In early September, Richard Englert, provost and interim senior vice president for academic affairs, initiated a discussion on the idea of combining the theater department – currently within the School of Communications and Theater – with the Boyer College of Music and Dance to create a new college of performing arts.
Englert sent a memorandum to the schools’ faculty asking them to start discussing the restructuring.
The move is currently in the broad discussion phase, and Englert said it is too early to tell what the creation of a college of performing arts would mean for Temple.
“Let’s let the discussion come forward from our faculty,” Englert said. “[They] are very thoughtful and always have the best interest of students in mind.”
Some students favored the idea, but others, such as Chelsea Drumel, a junior theater major, opposed it.
“Financially, it doesn’t make sense, but that’s less important than our relationship with other departments in SCT,” Drumel said. “It would be a disservice to the theater department to try to force creating these new relationships [with the school of music and dance].”
However, some students and faculty from SCT said they feel a new energy and relationship have existed among the theater and communications departments in recent years.
“Besides just sharing a building, we’re actually sharing a vision with [SCT] and doing more projects together,” said Marie Anne Chiment, the theater department’s interim chair and head of design.
“This is basically the provost saying not, ‘Convince me that you should move,’ but instead giving us the opportunity to reaffirm why we are all together. It’s not an accident,” said Robert Smythe, a third-year graduate student studying playwriting.
Since Englert’s request, SCT and Boyer have created committees whose duties include studying the potential effects of this change and bringing a proposal to the provost.
“The Boyer Task Force is an advisory and consultative body, and we will be sharing our study of this question with the provost, the dean, the Boyer Executive Council and the Collegial Assembly,” said Richard Brodhead, the chairman of the Boyer task force committee.
“The question will be explored from the vantage points of both colleges and all the disciplines involved,” Brodhead said.
While the task force is still gathering information about the issue, it will begin its analysis and study phase soon.
Chiment said she presumes SCT will have a proposal within the next few weeks, although it is too early in the process to know for certain.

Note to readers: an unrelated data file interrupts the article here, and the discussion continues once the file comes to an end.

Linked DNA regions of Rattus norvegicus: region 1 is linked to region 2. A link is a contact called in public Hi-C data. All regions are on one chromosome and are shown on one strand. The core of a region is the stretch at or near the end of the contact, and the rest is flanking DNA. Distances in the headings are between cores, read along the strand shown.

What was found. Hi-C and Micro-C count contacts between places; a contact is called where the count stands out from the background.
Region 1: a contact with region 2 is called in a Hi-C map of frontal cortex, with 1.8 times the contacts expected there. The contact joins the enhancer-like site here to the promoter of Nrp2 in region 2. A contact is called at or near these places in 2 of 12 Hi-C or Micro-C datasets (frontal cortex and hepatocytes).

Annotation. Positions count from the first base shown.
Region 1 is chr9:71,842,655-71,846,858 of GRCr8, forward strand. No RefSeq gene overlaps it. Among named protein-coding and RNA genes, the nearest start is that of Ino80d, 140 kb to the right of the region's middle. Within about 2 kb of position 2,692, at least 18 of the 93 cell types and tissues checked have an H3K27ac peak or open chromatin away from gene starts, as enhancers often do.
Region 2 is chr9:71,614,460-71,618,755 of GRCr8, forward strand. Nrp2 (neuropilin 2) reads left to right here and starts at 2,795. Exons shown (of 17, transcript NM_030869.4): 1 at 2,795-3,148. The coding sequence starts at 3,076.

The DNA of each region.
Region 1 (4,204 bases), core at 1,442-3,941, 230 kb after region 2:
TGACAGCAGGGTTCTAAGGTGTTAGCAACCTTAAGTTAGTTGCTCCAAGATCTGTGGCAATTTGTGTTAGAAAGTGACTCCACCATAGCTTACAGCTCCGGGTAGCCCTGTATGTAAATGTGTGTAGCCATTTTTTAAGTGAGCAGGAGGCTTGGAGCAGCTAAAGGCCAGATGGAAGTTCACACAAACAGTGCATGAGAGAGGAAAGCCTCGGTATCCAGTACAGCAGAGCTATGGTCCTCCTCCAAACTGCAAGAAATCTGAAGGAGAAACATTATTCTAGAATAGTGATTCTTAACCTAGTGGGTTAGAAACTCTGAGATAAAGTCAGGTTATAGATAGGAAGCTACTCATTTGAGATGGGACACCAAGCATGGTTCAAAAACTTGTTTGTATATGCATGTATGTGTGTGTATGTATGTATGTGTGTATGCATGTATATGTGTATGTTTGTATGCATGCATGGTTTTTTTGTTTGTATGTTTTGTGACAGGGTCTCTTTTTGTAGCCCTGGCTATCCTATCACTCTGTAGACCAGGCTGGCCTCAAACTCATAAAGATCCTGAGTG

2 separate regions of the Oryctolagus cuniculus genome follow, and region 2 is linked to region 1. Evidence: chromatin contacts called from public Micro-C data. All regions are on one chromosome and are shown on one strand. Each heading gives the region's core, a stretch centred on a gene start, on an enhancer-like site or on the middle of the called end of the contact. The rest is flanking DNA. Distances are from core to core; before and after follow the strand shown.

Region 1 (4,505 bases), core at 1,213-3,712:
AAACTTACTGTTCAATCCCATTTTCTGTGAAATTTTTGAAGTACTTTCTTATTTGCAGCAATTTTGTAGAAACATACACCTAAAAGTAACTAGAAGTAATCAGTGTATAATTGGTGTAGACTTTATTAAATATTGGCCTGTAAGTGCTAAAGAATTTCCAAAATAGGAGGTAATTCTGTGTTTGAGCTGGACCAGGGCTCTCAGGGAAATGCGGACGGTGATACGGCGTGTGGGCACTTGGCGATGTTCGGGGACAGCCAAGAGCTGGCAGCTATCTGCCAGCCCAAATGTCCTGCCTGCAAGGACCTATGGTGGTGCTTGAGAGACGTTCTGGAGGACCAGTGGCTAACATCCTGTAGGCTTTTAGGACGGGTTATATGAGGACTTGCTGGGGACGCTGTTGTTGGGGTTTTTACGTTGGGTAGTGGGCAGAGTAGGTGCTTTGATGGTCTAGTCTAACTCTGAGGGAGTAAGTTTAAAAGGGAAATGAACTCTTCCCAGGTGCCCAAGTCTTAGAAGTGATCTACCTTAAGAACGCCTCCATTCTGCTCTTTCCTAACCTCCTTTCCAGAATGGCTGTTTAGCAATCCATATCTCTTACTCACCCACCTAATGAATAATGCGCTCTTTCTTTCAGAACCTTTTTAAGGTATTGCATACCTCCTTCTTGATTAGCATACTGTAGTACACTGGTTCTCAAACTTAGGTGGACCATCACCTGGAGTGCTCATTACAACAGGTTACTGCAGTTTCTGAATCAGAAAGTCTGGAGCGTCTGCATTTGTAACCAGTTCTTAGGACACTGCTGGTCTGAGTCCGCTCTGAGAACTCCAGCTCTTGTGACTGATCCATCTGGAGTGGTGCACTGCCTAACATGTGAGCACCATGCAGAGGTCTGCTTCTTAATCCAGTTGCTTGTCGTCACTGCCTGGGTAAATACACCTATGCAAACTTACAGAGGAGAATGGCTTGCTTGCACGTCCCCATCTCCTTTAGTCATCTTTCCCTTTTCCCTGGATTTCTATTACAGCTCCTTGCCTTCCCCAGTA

“In many universities, arts programs are combined in a college of performing arts as the result of a major gift to construct world-class facilities,” Music Studies Chair Maurice Wright said.
“Temple has not yet made such a commitment to the performing arts.”
“We’re open to the idea [of joining a college of performing arts]. We are open to the idea of working with artists of all types. At this point in time, there is no evidence of funding for a new program or a new building,” Englert said. “It’s a lovely idea, but that is all it is right now.”
The timing of the proposition coincides with SCT’s search for a new dean.
“Whenever we start dean searches, we always want to get the faculty talking about what direction we want to go in as a school or college,” Englert said.
Englert drew his proposal from a 2003 visiting team evaluation that recommended the change.
Some students questioned Temple’s joining of its theater and communications departments, a characteristic uncommon to most universities in the country.
“Film and theater work well [together], but SCT also incorporates advertising and public relations, and I don’t know how well they work with theater, so maybe a college of performing arts would be better,” said Giana Marinelli, a senior film and media arts and public relations major. “[All departments in SCT] should connect because each can help the other, and maybe a new dean could help do this, but now there’s definitely a disconnect.”
Smythe said everyone within SCT is interested in telling stories with words and language.
“I’d actually drop theater because it’s really the school of communications,” Smythe said.
“We are one of the few, if not the only one, that puts theater together with the other departments here at SCT,” Chiment said. “If you chose to come to Temple, you come here knowing that.”
Ethan Rioux, a junior jazz performance major, said the departments could benefit from the creation of a college of performing arts.
“Right now, there is a separation between music and dance, so the idea of having theater join those would hopefully inspire more collaboration and benefit everyone,” Rioux said.
Luke Kahlich, a professor of dance, said it’s hard to say how a merger would turn out but that he understands the potential positive effects the change would have on the dance department.
“It would provide additional collaborative opportunities for both students and faculty whose disciplines are increasingly crossing in the professional world and can support teaching and learning outcomes in education and training,” Kahlich said.
With advancements and changes in media occurring so rapidly, some said the arts may begin to change as well.
“We’re looking at media as a way of moving forward,” Smythe said.
“We should always be asking ourselves, ‘What’s on the horizon, where are we going, what the fields might bring to us as opportunities and how do we prepare our students for the world as it is?’” Englert said. “It’s just a great opportunity right now.”
If the current discussions result in a faculty recommendation that favors the change, the Board of Trustees will ultimately make a final decision.
Englert said he looks forward to potentially getting feedback in the next month.
“What I don’t want to do is get a rushed discussion,” Englert said. “What I want is thoughtful discussion.”
Becky Kerner can be reached at email@example.com.
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